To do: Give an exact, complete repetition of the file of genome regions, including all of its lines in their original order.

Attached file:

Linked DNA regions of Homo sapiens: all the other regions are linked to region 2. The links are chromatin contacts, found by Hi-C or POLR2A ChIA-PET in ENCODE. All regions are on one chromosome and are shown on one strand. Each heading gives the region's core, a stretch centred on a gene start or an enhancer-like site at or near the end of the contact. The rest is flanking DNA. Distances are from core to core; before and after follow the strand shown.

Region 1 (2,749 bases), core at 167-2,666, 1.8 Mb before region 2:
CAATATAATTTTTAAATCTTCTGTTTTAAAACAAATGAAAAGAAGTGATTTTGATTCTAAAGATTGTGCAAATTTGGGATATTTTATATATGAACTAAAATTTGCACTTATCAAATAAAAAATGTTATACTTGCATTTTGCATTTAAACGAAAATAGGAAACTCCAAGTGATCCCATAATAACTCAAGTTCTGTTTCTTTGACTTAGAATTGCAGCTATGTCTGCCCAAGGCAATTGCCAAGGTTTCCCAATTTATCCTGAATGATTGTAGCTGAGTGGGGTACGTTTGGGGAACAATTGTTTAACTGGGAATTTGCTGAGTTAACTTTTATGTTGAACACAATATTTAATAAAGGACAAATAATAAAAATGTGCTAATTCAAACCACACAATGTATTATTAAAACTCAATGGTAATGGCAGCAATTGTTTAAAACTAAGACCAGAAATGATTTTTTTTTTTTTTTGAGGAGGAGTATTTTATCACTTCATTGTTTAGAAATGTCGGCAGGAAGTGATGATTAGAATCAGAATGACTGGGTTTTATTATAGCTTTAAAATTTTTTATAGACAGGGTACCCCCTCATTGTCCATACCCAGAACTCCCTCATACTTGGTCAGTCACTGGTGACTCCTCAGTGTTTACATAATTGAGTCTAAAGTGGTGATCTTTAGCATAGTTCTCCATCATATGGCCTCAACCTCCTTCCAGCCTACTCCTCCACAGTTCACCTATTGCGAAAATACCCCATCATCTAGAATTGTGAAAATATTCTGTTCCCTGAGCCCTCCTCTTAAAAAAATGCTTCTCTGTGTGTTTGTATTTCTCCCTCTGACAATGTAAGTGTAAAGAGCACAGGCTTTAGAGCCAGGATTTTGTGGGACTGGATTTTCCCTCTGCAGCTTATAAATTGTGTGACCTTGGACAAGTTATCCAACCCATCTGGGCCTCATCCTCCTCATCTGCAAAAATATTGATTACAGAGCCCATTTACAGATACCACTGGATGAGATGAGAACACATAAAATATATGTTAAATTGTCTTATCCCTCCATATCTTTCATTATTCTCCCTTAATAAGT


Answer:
Linked DNA regions of Homo sapiens: all the other regions are linked to region 2. The links are chromatin contacts, found by Hi-C or POLR2A ChIA-PET in ENCODE. All regions are on one chromosome and are shown on one strand. Each heading gives the region's core, a stretch centred on a gene start or an enhancer-like site at or near the end of the contact. The rest is flanking DNA. Distances are from core to core; before and after follow the strand shown.

Region 1 (2,749 bases), core at 167-2,666, 1.8 Mb before region 2:
CAATATAATTTTTAAATCTTCTGTTTTAAAACAAATGAAAAGAAGTGATTTTGATTCTAAAGATTGTGCAAATTTGGGATATTTTATATATGAACTAAAATTTGCACTTATCAAATAAAAAATGTTATACTTGCATTTTGCATTTAAACGAAAATAGGAAACTCCAAGTGATCCCATAATAACTCAAGTTCTGTTTCTTTGACTTAGAATTGCAGCTATGTCTGCCCAAGGCAATTGCCAAGGTTTCCCAATTTATCCTGAATGATTGTAGCTGAGTGGGGTACGTTTGGGGAACAATTGTTTAACTGGGAATTTGCTGAGTTAACTTTTATGTTGAACACAATATTTAATAAAGGACAAATAATAAAAATGTGCTAATTCAAACCACACAATGTATTATTAAAACTCAATGGTAATGGCAGCAATTGTTTAAAACTAAGACCAGAAATGATTTTTTTTTTTTTTTGAGGAGGAGTATTTTATCACTTCATTGTTTAGAAATGTCGGCAGGAAGTGATGATTAGAATCAGAATGACTGGGTTTTATTATAGCTTTAAAATTTTTTATAGACAGGGTACCCCCTCATTGTCCATACCCAGAACTCCCTCATACTTGGTCAGTCACTGGTGACTCCTCAGTGTTTACATAATTGAGTCTAAAGTGGTGATCTTTAGCATAGTTCTCCATCATATGGCCTCAACCTCCTTCCAGCCTACTCCTCCACAGTTCACCTATTGCGAAAATACCCCATCATCTAGAATTGTGAAAATATTCTGTTCCCTGAGCCCTCCTCTTAAAAAAATGCTTCTCTGTGTGTTTGTATTTCTCCCTCTGACAATGTAAGTGTAAAGAGCACAGGCTTTAGAGCCAGGATTTTGTGGGACTGGATTTTCCCTCTGCAGCTTATAAATTGTGTGACCTTGGACAAGTTATCCAACCCATCTGGGCCTCATCCTCCTCATCTGCAAAAATATTGATTACAGAGCCCATTTACAGATACCACTGGATGAGATGAGAACACATAAAATATATGTTAAATTGTCTTATCCCTCCATATCTTTCATTATTCTCCCTTAATAAGT